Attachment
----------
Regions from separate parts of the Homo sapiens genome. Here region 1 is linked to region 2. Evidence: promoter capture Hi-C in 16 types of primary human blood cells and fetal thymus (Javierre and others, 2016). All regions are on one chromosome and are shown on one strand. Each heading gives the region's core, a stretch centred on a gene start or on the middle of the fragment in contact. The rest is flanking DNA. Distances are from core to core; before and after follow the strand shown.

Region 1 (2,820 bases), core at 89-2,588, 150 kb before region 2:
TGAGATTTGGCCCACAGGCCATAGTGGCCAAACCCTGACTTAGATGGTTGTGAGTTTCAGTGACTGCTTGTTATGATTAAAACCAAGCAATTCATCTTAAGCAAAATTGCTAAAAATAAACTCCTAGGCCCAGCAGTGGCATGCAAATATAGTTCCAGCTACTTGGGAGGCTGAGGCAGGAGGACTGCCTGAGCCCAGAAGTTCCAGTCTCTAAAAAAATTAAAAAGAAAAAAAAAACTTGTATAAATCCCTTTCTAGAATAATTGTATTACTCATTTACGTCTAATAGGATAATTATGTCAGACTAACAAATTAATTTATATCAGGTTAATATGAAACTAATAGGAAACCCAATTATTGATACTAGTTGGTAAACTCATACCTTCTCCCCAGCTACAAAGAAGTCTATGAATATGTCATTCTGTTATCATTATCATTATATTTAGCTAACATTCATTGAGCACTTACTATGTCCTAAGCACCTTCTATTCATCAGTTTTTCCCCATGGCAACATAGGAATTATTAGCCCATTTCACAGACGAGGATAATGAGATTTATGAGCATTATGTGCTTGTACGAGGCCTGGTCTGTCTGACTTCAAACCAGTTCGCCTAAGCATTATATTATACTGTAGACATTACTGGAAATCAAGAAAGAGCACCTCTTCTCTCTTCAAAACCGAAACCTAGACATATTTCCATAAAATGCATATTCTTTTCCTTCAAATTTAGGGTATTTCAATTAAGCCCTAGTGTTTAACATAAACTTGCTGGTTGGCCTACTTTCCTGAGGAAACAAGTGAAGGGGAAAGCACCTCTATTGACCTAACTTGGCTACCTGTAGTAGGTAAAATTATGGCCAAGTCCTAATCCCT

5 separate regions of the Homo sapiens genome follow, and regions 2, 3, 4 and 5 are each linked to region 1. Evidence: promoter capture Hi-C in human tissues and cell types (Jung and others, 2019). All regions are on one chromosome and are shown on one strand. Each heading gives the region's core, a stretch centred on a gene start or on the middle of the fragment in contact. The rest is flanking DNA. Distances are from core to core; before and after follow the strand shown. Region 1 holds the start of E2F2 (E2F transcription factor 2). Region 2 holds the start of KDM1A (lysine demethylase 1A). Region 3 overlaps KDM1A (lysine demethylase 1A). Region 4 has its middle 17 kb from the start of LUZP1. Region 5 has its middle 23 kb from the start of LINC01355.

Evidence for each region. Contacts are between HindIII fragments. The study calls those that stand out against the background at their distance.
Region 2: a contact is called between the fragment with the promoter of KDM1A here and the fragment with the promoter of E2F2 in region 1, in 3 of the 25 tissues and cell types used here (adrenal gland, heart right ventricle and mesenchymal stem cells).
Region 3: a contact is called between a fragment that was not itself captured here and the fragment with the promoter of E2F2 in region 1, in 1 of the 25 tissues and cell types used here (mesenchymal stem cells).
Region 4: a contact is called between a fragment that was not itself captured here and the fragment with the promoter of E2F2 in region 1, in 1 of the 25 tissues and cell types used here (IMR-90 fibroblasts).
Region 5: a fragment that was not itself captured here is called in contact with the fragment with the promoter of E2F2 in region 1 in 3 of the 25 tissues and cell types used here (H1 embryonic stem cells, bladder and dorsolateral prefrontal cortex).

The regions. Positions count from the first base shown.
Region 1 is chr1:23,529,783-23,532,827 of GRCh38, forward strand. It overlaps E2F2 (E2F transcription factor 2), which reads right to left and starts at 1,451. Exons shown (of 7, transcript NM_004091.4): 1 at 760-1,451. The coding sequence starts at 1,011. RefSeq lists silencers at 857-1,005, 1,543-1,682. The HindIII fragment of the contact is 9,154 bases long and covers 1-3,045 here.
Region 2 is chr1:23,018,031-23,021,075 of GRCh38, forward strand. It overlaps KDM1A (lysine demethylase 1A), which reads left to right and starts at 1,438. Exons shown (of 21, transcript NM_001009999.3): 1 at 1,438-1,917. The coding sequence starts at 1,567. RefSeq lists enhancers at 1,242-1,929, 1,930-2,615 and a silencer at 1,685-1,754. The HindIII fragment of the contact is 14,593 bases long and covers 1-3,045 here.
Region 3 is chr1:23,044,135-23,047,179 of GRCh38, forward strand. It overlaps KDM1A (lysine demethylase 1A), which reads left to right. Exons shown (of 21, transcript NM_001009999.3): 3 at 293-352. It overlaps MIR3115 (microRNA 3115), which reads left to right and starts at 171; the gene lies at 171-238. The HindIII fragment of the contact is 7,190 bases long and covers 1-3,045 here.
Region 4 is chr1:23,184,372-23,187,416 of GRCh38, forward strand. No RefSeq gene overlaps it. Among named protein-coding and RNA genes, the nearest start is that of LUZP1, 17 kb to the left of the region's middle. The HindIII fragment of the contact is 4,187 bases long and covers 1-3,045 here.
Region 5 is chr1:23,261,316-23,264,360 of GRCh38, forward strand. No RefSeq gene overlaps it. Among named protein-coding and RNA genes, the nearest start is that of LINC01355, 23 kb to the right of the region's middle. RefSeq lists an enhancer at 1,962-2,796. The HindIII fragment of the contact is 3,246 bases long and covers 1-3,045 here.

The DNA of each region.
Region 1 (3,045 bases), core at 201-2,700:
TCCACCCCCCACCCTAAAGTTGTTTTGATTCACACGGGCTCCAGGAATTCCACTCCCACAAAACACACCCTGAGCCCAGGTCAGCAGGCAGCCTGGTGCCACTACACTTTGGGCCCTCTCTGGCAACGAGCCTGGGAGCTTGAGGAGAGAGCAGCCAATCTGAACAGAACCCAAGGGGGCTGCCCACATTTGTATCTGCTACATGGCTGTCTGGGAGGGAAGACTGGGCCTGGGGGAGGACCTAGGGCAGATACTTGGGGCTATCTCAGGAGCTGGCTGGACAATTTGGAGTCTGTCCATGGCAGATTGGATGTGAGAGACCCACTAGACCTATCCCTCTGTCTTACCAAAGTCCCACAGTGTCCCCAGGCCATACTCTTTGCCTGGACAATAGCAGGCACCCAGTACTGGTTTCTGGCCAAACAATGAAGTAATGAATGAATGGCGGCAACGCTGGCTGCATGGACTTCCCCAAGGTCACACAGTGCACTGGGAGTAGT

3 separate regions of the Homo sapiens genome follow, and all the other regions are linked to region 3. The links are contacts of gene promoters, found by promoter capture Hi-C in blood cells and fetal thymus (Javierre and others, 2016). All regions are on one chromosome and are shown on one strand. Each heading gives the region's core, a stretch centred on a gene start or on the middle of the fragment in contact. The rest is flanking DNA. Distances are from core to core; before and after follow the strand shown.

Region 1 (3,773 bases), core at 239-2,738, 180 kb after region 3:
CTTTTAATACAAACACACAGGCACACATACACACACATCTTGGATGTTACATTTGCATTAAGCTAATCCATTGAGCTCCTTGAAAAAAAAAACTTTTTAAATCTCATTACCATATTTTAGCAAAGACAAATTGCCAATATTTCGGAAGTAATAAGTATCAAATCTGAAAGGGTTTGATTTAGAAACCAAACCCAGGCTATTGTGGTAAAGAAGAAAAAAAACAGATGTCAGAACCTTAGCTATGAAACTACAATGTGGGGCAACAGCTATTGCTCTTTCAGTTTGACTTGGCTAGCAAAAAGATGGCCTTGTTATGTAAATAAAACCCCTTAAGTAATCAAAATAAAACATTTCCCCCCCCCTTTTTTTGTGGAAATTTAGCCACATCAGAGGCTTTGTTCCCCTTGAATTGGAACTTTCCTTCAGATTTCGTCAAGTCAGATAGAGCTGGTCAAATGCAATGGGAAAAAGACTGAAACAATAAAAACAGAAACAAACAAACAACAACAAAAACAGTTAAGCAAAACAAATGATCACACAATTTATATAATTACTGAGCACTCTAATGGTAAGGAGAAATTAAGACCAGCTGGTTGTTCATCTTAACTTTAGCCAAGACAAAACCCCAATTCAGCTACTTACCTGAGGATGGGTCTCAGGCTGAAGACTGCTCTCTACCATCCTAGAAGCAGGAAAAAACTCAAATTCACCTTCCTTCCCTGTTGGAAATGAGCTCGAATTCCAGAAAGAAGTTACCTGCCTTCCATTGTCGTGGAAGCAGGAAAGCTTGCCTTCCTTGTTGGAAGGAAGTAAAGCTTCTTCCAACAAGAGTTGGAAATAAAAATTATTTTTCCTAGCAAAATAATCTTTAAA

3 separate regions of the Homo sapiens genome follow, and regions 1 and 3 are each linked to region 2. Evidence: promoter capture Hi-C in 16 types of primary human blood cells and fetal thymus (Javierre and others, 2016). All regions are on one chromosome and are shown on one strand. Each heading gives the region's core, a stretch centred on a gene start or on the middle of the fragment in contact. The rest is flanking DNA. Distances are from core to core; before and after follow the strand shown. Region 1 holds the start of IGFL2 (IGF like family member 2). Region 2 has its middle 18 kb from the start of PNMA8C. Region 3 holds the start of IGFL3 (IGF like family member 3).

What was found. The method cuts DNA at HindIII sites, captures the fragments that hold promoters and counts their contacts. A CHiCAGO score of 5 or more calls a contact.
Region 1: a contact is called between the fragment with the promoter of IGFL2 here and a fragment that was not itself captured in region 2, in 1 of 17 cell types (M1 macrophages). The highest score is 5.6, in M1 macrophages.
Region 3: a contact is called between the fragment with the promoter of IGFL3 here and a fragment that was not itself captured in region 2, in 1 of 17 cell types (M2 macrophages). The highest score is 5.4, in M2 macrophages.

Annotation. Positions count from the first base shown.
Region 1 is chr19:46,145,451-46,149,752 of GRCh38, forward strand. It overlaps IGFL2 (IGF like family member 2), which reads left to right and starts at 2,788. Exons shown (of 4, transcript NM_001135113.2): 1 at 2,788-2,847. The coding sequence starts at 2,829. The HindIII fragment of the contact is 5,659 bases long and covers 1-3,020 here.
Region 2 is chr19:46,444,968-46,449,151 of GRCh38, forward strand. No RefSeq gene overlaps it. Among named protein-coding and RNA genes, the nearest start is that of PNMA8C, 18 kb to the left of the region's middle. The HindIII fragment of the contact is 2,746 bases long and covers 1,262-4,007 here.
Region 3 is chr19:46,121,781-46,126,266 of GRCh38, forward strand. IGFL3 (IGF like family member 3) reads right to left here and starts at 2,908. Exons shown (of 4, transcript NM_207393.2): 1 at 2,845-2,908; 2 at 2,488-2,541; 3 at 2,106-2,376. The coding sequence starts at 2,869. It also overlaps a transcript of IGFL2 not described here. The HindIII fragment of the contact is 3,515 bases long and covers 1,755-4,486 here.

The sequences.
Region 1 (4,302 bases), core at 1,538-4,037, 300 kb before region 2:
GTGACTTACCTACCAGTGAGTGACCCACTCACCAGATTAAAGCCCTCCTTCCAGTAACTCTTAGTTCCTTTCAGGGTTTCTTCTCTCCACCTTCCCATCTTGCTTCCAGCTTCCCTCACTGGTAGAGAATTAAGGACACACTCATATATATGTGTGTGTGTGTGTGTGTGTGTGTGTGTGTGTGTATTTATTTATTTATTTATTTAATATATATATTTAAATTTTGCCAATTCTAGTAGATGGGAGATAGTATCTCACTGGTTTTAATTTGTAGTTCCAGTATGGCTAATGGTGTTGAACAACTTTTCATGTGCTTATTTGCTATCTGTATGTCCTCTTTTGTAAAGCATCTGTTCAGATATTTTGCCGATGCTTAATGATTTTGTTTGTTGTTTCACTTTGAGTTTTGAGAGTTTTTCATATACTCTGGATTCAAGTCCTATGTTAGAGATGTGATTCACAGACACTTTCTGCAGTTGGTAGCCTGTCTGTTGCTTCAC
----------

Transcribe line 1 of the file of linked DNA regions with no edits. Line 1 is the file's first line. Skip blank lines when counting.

Regions from separate parts of the Homo sapiens genome. Here region 1 is linked to region 2. Evidence: promoter capture Hi-C in 16 types of primary human blood cells and fetal thymus (Javierre and others, 2016). All regions are on one chromosome and are shown on one strand. Each heading gives the region's core, a stretch centred on a gene start or on the middle of the fragment in contact. The rest is flanking DNA. Distances are from core to core; before and after follow the strand shown.